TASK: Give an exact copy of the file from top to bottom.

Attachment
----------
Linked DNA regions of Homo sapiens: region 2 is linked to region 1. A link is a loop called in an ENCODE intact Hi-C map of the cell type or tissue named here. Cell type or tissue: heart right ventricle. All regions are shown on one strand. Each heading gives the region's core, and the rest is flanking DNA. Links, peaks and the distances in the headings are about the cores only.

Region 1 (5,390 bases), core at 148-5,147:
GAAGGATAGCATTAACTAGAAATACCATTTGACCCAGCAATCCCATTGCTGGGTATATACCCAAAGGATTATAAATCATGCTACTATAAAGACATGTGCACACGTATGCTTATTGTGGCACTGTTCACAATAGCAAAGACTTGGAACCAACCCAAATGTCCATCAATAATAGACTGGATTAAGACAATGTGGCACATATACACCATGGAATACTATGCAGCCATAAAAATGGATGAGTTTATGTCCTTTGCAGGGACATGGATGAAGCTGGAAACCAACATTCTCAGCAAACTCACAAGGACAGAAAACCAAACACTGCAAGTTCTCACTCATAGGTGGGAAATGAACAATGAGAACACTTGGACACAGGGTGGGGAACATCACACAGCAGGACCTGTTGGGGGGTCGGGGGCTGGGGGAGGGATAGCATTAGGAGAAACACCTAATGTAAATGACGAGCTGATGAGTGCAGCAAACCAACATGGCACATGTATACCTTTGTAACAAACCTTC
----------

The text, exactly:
Linked DNA regions of Homo sapiens: region 2 is linked to region 1. A link is a loop called in an ENCODE intact Hi-C map of the cell type or tissue named here. Cell type or tissue: heart right ventricle. All regions are shown on one strand. Each heading gives the region's core, and the rest is flanking DNA. Links, peaks and the distances in the headings are about the cores only.

Region 1 (5,390 bases), core at 148-5,147:
GAAGGATAGCATTAACTAGAAATACCATTTGACCCAGCAATCCCATTGCTGGGTATATACCCAAAGGATTATAAATCATGCTACTATAAAGACATGTGCACACGTATGCTTATTGTGGCACTGTTCACAATAGCAAAGACTTGGAACCAACCCAAATGTCCATCAATAATAGACTGGATTAAGACAATGTGGCACATATACACCATGGAATACTATGCAGCCATAAAAATGGATGAGTTTATGTCCTTTGCAGGGACATGGATGAAGCTGGAAACCAACATTCTCAGCAAACTCACAAGGACAGAAAACCAAACACTGCAAGTTCTCACTCATAGGTGGGAAATGAACAATGAGAACACTTGGACACAGGGTGGGGAACATCACACAGCAGGACCTGTTGGGGGGTCGGGGGCTGGGGGAGGGATAGCATTAGGAGAAACACCTAATGTAAATGACGAGCTGATGAGTGCAGCAAACCAACATGGCACATGTATACCTTTGTAACAAACCTTC